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MOISTURE RESTORATION OF XEROGRAPHIC COPIES

IP.com Disclosure Number: IPCOM000025730D
Original Publication Date: 1987-Aug-31
Included in the Prior Art Database: 2004-Apr-04
Document File: 2 page(s) / 79K

Publishing Venue

Xerox Disclosure Journal

Abstract

paper, a toner image is trans fp erred to the paper which is subsequently passed In the conventional xerogra hic process for producing copies or prints on through the fusing operation wherein heat and/or pressure are used to fuse the toner image to the copy substrate. During this process, the paper may be exposed to high temperatures of the order of 400°F in a roll fuser, for example, wherein moisture in the paper may be driven from the paper. The dryness of the paper exiting the fusing operation causes severe handling problems in the subsequent manipulation of the individual sheets in subsequent operations such slitting, folding or inserting the sheets into envelopes. For example, with increased dryness, static electricity is more prone to develop resulting in paper jams. In addition, dryness can effect paper stiffness, curl and other paper distortions due to moisture differentials.resulting in productivity losses. These difficulties are particularly acute for duplexed copies which are passed through the fuser twice. These problems can be largely eliminated by rapidly and uniformly restoring the major portion of the paper moisture lost in the fusing operation. This may be accomplished by injecting ambient air having a relative humidity of at least 35% between the sheets in the stack of sheets collected exiting from the fuser. For example, pressurized ambient air may be injected at the bottom of the stack and on one or more sides of the stack thereby fluffing the stack and and exposing both sides of each sheet to the moisture ladened ambient air. This may be accomplished by providing a container suitably sized and shaped to enable ex ansion of the stack from the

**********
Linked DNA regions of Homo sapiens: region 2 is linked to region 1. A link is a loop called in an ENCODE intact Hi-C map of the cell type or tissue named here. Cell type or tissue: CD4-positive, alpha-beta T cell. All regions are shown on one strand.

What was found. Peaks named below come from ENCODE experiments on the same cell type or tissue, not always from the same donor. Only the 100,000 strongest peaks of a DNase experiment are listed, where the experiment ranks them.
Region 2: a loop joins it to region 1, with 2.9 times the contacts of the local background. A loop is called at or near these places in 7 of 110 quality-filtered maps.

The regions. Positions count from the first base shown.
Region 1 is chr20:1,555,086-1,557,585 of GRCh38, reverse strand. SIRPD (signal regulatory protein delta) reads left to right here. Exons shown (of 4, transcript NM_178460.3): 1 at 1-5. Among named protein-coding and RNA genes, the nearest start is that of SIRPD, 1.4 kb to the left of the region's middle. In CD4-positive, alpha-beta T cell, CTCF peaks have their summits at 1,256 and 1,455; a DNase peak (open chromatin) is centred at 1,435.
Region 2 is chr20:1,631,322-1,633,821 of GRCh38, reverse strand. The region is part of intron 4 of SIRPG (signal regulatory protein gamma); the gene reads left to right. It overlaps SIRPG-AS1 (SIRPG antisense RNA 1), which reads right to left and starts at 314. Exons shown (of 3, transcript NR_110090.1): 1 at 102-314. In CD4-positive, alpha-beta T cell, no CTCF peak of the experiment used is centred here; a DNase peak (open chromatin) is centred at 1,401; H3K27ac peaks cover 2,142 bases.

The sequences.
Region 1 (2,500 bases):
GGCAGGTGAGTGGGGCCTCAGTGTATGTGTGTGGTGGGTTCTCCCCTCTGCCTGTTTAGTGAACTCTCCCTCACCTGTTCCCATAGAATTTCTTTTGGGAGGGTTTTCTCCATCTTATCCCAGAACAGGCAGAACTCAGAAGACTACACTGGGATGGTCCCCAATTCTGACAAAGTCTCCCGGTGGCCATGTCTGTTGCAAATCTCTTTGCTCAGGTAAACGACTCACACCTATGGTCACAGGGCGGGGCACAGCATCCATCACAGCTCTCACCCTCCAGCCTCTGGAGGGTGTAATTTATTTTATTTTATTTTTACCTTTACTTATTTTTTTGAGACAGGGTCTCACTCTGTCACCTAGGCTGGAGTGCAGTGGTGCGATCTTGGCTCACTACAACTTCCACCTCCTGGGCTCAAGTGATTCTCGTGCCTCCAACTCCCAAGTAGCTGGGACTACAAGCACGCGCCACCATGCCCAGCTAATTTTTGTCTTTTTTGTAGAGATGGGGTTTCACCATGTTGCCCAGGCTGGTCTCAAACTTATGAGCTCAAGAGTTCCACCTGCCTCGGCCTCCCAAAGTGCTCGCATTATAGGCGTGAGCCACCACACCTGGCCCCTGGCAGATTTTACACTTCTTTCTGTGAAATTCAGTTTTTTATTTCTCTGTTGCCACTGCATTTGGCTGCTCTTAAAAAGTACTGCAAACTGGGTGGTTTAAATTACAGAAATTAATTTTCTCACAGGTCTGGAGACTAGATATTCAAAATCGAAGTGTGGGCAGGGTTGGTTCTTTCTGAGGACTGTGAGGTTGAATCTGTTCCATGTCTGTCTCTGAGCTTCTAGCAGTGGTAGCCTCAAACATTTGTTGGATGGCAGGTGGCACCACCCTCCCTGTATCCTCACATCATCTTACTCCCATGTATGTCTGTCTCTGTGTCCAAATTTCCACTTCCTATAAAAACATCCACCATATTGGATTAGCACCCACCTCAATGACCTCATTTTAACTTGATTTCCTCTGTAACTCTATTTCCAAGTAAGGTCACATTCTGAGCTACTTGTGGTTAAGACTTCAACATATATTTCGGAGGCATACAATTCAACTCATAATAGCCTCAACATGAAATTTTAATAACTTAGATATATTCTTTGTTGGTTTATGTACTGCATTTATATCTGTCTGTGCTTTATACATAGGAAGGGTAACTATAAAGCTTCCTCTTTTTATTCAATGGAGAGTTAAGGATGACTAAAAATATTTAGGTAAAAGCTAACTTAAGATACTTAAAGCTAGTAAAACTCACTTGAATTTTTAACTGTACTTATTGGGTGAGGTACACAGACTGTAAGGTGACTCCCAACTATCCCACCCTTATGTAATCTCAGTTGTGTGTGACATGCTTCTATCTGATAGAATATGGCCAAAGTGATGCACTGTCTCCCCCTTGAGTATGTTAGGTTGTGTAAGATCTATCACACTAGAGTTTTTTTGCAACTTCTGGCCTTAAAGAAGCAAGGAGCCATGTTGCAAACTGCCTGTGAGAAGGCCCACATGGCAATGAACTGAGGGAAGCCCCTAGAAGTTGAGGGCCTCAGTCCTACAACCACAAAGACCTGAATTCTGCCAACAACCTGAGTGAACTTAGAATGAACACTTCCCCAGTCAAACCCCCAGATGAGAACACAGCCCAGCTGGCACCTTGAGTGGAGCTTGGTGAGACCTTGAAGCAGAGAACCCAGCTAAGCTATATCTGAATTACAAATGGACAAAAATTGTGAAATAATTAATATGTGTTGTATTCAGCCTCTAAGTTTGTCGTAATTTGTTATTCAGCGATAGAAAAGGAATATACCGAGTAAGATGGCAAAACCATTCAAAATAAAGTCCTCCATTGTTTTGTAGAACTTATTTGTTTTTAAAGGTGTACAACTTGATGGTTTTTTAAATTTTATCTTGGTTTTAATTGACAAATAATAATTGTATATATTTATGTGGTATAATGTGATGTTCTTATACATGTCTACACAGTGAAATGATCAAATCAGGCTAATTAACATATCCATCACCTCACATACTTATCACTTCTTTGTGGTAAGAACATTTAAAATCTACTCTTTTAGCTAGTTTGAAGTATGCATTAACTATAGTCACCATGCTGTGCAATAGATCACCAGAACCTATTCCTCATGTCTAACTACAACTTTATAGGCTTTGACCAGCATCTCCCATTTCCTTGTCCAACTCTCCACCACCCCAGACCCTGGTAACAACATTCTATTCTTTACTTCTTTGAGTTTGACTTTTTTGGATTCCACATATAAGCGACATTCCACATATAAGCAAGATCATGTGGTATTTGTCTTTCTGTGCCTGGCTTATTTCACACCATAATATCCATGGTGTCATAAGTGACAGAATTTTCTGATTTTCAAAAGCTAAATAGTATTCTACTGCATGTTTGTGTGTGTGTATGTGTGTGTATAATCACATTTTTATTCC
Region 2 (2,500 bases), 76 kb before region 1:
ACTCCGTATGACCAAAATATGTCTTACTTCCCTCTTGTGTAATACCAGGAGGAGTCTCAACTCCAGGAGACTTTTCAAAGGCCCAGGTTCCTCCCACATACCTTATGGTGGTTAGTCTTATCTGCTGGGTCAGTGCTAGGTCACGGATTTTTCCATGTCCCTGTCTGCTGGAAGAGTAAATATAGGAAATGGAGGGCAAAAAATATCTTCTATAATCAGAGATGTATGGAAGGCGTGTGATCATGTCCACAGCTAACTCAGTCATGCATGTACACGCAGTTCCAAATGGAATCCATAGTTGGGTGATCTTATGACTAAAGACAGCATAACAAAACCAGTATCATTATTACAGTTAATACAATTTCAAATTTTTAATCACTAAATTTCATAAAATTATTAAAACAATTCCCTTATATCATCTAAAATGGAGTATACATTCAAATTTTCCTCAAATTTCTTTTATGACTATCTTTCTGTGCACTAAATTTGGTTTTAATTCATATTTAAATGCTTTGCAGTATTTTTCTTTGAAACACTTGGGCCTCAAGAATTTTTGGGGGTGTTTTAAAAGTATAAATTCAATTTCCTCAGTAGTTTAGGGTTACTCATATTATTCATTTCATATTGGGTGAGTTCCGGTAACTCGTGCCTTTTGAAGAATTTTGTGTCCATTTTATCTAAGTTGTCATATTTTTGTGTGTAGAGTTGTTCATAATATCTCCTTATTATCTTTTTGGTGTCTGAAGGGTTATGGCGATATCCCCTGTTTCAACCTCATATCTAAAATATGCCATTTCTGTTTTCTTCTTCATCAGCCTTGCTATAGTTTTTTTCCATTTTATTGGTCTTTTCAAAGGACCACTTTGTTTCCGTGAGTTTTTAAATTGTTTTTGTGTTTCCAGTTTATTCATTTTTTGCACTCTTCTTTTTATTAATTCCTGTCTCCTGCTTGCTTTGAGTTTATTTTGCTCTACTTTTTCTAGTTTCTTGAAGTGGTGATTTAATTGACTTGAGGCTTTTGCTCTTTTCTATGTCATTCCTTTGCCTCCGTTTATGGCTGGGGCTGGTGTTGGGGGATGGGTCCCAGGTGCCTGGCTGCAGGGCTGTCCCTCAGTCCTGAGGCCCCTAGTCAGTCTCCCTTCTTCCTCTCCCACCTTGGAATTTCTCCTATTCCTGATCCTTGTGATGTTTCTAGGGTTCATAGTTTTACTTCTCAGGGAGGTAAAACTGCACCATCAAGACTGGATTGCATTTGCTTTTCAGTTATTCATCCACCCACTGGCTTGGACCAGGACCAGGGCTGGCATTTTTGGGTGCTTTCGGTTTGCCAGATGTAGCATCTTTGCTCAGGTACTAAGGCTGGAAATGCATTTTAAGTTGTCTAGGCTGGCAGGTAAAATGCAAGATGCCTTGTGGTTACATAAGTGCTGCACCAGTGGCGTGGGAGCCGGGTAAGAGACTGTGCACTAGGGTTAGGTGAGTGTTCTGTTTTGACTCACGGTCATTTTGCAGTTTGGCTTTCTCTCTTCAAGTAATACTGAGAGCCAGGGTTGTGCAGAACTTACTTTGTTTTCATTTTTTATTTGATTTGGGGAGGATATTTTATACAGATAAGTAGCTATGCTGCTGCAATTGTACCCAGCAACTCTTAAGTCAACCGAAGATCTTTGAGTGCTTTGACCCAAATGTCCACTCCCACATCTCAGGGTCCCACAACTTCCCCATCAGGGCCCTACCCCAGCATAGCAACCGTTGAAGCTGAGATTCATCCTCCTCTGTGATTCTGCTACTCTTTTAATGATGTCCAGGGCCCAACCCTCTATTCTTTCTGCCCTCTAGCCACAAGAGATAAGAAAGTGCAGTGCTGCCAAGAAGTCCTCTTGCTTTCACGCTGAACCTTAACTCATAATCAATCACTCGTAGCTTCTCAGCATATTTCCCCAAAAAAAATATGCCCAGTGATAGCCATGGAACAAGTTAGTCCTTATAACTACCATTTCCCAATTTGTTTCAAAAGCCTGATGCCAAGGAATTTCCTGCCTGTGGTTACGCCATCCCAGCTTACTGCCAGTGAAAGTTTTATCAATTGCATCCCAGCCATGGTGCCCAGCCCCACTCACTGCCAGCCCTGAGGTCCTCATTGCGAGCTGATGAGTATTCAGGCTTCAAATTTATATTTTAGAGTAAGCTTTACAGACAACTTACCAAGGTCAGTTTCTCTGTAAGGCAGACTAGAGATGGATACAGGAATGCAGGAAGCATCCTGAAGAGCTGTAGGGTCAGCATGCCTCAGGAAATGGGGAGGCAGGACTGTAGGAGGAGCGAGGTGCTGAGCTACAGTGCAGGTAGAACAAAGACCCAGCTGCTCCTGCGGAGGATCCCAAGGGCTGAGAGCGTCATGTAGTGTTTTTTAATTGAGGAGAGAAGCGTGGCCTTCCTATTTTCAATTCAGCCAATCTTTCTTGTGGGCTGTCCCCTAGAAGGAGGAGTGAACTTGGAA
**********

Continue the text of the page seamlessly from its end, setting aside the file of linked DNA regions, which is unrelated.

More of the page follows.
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XEROX DISCLOSURE JOURNAL

MOISTURE RESTORATION OF Proposed Classification XEROGRAPHIC COPIES U.S. c1.355/3 Richard G. Weller Int. C1. G03g 15/00

In the conventional xerogra hic process for producing copies or prints on

through the fusing operation wherein heat and/or pressure are used to fuse the toner image to the copy substrate. During this process, the paper may be exposed to high temperatures of the order of 400°F in a roll fuser, for example, wherein moisture in the paper may be driven from the paper. The dryness of the paper exiting the fusing operation causes severe handling problems in the subsequent manipulation of the individual sheets in subsequent operations such slitting, folding or inserting the sheets into envelopes. For example, with increased dryness, static electricity is more prone to develop resulting in paper jams. In addition, dryness can effect paper stiffness, curl and other paper distortions due to moisture differentials.resulting in productivity losses. These difficulties are particularly acute for duplexed copies which are passed through the fuser twice. These problems can be largely eliminated by rapidly and uniformly restoring the major portion of the paper moisture lost in the fusing operation. This may be accomplished by injecting ambient air having a relative humidity of at least 35% between the sheets in the stack of sheets collected exiting from the fuser. For example, pressurized ambient air may be injected at the bottom of the s...